So on we drove further into the maelstrom, with my wife now starting to request that we turn around and go home, "no way" I said, "I am loving this", just as we crawled round a bend in the road at the head of the loch and where a particularly strong gust of wind hit us and lifted the front of our vehicle off the road, spinning us several feet to the left, before dropping us back down onto the tarmac. And as I said in the previous chapter, we were driving in a large, heavy, SUV crossover sized vehicle. But by the time we had both registered what had just happened, I had instinctively jerked the steering wheel back to the right and pulled the vehicle back onto the road and managed to force it round the bend, where the wind seemed to be a little less ridiculous. Just then, a large slab sided camper van drove past us coming in the opposite direction and disappeared around the bend we had just struggled to get around. "Oh dear" I said to my wife, "I think he is going to have some fun getting that thing around the head of the loch in one piece." But when we drove back this way a few hours later, there were no piles of white fibreglass kindling blowing across the road, so well done to him for making it through safely.

Now I bet as you are reading this, you are starting to think to yourself "Oh come on Dave, you must be exaggerating, because surely the weather can't have been that bad and so you must be making it up?" So to prove I am not exaggerating or making this up, look at SHOT 4 shown below and how the water from the loch, is being ripped up into the sky by the ferocity of the wind and the 'Double Helix' tornado effect it is creating.

So as we sat there mouths agape looking this scene, with the car still bouncing around on its springs, I turned to my wife and said "Wow, this has got to be the first and only time, we will ever see weather so bad, that the rain is actually going up!" Street View, Map View.

But anyway, I am sure when you are here the weather will be much nicer (I mean surely it couldn't be any worse, could it?). But boy was it fun being here, at a time when the weather got so bad, it turned into being amazing.

So continue driving along the A838, as it winds its way further up and along the coastline, with lots more to see and photograph over to your left. Until having driven through a small village with a holiday camp, the road then begins to make its way up a gradual incline, with a few wooded areas scattered on both sides of the road, to then finally emerge out into the open expanse of the 'Flow Country', or as it used to be called in times gone by, 'The Moine'.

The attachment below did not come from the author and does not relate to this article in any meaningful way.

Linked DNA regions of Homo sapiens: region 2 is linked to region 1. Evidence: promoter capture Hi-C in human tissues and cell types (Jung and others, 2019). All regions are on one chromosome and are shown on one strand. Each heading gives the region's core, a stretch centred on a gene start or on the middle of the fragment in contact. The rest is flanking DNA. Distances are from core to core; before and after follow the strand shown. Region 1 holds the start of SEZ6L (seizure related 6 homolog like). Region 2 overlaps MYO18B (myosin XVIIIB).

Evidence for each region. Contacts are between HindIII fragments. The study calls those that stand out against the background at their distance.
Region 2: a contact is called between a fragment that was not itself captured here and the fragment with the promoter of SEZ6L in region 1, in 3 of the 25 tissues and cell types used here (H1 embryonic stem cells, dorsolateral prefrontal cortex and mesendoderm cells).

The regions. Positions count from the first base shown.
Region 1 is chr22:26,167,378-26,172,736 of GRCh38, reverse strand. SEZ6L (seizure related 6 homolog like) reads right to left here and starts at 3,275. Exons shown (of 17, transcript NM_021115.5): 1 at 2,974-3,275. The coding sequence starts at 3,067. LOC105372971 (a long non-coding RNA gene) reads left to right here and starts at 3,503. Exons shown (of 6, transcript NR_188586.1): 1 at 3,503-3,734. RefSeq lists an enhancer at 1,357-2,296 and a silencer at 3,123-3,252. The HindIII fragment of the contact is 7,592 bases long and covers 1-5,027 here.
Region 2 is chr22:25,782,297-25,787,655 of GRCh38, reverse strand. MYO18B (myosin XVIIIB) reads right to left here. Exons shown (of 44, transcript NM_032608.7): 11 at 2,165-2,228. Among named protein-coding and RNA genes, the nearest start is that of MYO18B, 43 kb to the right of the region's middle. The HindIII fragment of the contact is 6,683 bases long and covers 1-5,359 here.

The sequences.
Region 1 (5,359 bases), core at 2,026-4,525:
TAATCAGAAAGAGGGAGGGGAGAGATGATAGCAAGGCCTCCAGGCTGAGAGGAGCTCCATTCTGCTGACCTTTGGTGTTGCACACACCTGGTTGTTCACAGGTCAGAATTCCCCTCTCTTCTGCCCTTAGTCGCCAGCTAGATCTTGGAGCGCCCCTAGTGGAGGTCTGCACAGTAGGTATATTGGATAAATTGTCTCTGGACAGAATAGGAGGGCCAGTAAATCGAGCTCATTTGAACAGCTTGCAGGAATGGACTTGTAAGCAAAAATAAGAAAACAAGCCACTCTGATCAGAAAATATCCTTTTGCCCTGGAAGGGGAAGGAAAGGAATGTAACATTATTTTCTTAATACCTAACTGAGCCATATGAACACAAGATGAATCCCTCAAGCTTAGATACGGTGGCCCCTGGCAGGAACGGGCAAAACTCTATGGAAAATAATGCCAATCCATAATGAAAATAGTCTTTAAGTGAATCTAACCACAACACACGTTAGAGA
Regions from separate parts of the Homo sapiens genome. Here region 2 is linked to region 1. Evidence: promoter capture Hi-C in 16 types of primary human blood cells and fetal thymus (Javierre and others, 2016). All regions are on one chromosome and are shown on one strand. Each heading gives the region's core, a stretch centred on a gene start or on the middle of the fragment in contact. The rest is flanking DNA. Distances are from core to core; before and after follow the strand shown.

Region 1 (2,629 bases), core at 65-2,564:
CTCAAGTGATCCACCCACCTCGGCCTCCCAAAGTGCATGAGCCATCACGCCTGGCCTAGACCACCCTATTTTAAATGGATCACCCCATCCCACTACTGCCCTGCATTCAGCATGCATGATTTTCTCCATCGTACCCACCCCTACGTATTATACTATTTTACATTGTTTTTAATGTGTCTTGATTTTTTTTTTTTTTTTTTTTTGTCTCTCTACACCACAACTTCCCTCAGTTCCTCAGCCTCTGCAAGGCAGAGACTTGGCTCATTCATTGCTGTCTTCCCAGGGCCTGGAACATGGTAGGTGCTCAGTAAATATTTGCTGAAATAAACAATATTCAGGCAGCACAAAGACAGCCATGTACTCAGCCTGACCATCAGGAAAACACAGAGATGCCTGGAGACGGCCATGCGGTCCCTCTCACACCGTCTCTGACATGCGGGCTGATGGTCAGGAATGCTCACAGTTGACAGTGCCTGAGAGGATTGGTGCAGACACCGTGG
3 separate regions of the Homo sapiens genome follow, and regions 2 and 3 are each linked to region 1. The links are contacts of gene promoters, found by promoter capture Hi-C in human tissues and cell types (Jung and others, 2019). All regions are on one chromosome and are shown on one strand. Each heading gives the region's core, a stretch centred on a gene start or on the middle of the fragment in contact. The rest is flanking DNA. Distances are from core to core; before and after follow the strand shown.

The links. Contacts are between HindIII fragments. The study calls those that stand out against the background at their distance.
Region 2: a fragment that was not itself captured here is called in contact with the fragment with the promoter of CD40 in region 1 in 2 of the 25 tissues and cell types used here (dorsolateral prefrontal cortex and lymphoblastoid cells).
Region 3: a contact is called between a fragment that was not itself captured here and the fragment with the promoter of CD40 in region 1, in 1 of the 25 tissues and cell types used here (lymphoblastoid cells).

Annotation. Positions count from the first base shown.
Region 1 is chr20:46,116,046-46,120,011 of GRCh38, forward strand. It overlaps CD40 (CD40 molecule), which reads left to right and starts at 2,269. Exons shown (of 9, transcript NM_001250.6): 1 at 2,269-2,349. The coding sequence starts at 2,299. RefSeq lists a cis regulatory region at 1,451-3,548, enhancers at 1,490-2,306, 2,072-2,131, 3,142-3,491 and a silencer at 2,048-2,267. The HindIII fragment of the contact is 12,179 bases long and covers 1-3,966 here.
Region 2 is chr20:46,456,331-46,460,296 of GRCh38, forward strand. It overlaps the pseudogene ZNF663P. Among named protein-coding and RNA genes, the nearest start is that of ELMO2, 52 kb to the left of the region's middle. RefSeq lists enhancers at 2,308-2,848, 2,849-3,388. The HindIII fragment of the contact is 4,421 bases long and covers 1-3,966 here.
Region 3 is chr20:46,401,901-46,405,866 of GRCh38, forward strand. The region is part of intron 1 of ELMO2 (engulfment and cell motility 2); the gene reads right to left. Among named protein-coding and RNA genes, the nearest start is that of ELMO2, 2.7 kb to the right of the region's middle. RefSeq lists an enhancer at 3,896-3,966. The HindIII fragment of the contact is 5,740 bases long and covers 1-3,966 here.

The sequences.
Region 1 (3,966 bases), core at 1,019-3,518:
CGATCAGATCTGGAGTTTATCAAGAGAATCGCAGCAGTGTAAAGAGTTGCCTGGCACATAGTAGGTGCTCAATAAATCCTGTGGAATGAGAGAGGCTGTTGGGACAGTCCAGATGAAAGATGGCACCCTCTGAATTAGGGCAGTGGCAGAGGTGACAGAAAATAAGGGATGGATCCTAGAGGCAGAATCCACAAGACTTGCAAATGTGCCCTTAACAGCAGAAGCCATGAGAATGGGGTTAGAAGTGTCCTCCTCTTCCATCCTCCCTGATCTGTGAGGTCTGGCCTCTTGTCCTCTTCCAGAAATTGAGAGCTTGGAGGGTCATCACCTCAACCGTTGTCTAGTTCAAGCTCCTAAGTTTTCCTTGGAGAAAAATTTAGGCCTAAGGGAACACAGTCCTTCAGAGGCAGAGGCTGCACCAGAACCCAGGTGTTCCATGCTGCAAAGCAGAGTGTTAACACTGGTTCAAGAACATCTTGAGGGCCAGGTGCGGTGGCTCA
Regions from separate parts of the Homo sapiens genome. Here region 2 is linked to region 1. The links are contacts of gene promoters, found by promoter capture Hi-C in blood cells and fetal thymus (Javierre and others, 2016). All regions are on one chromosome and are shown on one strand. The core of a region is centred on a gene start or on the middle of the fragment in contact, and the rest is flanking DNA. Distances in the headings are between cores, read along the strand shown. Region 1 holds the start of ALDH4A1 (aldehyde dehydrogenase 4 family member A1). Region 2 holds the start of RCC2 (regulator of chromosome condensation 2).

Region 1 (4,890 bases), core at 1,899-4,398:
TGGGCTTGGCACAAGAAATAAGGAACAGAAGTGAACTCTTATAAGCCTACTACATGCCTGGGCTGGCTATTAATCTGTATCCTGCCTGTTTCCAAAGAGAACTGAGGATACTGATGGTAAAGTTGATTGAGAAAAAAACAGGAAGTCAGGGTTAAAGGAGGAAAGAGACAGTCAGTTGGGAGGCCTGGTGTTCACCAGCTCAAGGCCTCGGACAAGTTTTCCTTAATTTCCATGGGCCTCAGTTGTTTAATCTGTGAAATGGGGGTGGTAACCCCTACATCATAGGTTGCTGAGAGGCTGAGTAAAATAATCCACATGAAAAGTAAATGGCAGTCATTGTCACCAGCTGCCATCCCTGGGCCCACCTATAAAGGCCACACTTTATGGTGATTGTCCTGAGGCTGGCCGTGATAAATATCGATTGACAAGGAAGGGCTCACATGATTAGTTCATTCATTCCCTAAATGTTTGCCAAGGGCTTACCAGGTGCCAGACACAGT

The 'Moine ' (in ancient Scottish Gaelic - A' Mhoine) translates into English as either 'The Moan' or 'The Great Morass' and is a 4,000 square kilometre area of deep, untouched blanket peat bog, which until the early 1700's was said to be completely impassable by man nor beast. And where anyone who tried to cross it prior to that point, got sucked down into the peat bog and never seen again. Then in the mid 1700's, a long and tortuous route was found through the bog, that was said to be tiring, heavy going, slow and dangerous. Because one minute you could find yourself walking over springy dry moss and the next minute wading through deep black sludge, hoping that it didn't get too deep and suck you under. A safe(ish) route was then opened up by an enterprising local, who it is said knew the area like the back of his hand and who for a fee, would endeavour to get you across the Moine, riding upon one of his tiny 'Bog Ponies'.

The road that you are now driving over that crosses the Moine, was built in 1830 by the Duke of Sutherland, so he could more easily move his troops around this area, in case there were any new uprisings. The clever construction method he used, to overcome the fact that most of this peat bog is floating over the top of deep water, was to first lay down thousands up upon thousands of coppiced wooden stick bundles, from one end of the Moine to the other. He then had a fresh layer of turf laid over the top of these bundles and then a thick layer of gravel laid over the top of the turf.

The Duke also had a small lodging house built about half way along this new road, as a place of refuge for the weary traveler, the remains of which can still be seen and photographed, as it stands stark, abandoned and alone on the skyline, as shown in SHOT 5 below.

If when you are wandering around this old ruined building looking for shots, of which there are many, if you walk past the front of the house and onto the other end of it, to then look up at its gable end as shown in SHOT 6 below, you will see there is the weather worn remnants of a large stone plaque and the barely legible inscription that was originally chiseled into it, which reads as follows:

This house erected for the refuge of the traveller was to commemorate the construction of the Road across the deep and dangerous morass of the Moin, inpractible to all but the hardy and active native; to him even it was a day of toil and of labour. This road was made in the year 1830 at the sole expense of the Marquess of Stafford. Thise who feel not the delay nor experience the fatigue, nor suffer from the risks and interruptions incident to the former state of the country, can but slightly estimate the advantage of its present improved conditions or what it cost to procure them. To mark this change, to note these facts, to record this date, this inscription is put up and dedicated by James Loch Esq. M.P., Auditor and Commisioner upon his Lordship's Estates and John Horseburgh Esq., factor for the Reay Country, Strathnaver, Strath Halladale and Assynt, under whose direction this work was executed and who alone know the difficulties that occurred in its execution and the liberality and perseverance by which they were overcome. Peter Lawson, Surveyor.